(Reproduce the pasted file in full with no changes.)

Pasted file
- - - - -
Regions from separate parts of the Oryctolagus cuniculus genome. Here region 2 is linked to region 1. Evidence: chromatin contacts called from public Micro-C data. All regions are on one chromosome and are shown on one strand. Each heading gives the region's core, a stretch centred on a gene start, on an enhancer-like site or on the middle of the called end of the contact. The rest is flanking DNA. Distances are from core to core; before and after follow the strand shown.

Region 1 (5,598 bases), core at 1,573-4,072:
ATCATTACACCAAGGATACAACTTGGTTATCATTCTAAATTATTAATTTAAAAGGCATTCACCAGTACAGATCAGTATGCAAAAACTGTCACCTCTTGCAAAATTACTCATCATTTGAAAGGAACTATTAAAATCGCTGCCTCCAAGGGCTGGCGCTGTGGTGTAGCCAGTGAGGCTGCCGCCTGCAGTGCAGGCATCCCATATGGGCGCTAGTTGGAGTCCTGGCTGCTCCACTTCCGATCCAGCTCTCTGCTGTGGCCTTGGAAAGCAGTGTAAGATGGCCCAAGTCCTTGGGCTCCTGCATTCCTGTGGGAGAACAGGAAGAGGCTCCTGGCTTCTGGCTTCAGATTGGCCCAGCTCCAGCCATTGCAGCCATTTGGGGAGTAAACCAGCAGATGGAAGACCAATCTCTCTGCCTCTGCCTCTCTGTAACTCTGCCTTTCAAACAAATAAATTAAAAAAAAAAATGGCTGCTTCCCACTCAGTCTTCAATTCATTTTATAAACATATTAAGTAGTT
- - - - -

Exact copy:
Regions from separate parts of the Oryctolagus cuniculus genome. Here region 2 is linked to region 1. Evidence: chromatin contacts called from public Micro-C data. All regions are on one chromosome and are shown on one strand. Each heading gives the region's core, a stretch centred on a gene start, on an enhancer-like site or on the middle of the called end of the contact. The rest is flanking DNA. Distances are from core to core; before and after follow the strand shown.

Region 1 (5,598 bases), core at 1,573-4,072:
ATCATTACACCAAGGATACAACTTGGTTATCATTCTAAATTATTAATTTAAAAGGCATTCACCAGTACAGATCAGTATGCAAAAACTGTCACCTCTTGCAAAATTACTCATCATTTGAAAGGAACTATTAAAATCGCTGCCTCCAAGGGCTGGCGCTGTGGTGTAGCCAGTGAGGCTGCCGCCTGCAGTGCAGGCATCCCATATGGGCGCTAGTTGGAGTCCTGGCTGCTCCACTTCCGATCCAGCTCTCTGCTGTGGCCTTGGAAAGCAGTGTAAGATGGCCCAAGTCCTTGGGCTCCTGCATTCCTGTGGGAGAACAGGAAGAGGCTCCTGGCTTCTGGCTTCAGATTGGCCCAGCTCCAGCCATTGCAGCCATTTGGGGAGTAAACCAGCAGATGGAAGACCAATCTCTCTGCCTCTGCCTCTCTGTAACTCTGCCTTTCAAACAAATAAATTAAAAAAAAAAATGGCTGCTTCCCACTCAGTCTTCAATTCATTTTATAAACATATTAAGTAGTT